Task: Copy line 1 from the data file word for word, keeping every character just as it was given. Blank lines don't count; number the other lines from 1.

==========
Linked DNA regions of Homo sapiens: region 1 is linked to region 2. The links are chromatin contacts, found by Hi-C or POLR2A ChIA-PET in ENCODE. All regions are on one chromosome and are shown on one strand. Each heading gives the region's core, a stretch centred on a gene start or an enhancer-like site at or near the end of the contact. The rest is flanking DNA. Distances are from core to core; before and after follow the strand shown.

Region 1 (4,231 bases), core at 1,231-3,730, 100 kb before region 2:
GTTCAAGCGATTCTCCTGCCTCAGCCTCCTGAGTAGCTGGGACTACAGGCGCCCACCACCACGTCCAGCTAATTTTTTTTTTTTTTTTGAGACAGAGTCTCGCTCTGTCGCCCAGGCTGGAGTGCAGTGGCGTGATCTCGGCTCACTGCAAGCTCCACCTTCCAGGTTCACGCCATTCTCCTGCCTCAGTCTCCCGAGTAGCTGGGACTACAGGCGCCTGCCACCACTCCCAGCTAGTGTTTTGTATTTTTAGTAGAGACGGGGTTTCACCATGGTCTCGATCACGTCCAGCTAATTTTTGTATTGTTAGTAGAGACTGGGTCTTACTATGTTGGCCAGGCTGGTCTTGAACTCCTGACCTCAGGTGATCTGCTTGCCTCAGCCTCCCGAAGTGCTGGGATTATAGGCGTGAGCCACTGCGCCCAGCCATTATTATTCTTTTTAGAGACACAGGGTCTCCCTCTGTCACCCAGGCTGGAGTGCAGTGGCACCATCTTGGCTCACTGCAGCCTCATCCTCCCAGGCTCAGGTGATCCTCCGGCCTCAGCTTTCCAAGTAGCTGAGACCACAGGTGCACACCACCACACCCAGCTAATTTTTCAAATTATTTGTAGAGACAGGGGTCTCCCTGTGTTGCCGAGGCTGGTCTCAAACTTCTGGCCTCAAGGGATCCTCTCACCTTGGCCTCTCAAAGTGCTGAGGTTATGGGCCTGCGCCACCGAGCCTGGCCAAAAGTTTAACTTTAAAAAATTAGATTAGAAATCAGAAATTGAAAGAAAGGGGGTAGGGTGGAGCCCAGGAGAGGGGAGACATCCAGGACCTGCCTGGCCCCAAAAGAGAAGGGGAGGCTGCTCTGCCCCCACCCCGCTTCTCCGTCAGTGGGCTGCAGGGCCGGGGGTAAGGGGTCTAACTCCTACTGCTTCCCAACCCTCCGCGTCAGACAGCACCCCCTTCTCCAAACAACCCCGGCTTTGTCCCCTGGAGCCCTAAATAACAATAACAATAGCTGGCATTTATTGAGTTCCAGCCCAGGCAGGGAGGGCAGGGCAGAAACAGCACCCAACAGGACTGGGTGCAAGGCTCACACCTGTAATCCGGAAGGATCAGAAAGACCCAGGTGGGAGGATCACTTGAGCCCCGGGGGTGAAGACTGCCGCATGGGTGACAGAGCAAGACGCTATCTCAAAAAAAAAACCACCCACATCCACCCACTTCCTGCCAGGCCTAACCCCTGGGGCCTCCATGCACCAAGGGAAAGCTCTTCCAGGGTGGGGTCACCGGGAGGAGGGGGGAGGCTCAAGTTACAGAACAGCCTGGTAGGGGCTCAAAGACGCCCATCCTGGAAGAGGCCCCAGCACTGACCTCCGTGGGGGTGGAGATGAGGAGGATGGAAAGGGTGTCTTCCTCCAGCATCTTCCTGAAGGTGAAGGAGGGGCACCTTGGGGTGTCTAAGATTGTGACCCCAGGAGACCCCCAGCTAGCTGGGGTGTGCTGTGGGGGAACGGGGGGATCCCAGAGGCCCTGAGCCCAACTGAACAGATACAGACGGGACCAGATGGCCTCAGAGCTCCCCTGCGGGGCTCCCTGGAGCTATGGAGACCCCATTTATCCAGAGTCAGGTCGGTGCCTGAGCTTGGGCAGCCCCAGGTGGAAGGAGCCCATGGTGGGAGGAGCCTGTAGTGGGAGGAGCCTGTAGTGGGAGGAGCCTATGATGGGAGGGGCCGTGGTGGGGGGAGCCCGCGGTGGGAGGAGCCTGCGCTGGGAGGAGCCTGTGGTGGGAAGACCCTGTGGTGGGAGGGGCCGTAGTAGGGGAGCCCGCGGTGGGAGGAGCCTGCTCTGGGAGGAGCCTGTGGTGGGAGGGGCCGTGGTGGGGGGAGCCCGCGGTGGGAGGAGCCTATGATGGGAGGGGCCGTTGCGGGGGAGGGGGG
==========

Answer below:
Linked DNA regions of Homo sapiens: region 1 is linked to region 2. The links are chromatin contacts, found by Hi-C or POLR2A ChIA-PET in ENCODE. All regions are on one chromosome and are shown on one strand. Each heading gives the region's core, a stretch centred on a gene start or an enhancer-like site at or near the end of the contact. The rest is flanking DNA. Distances are from core to core; before and after follow the strand shown.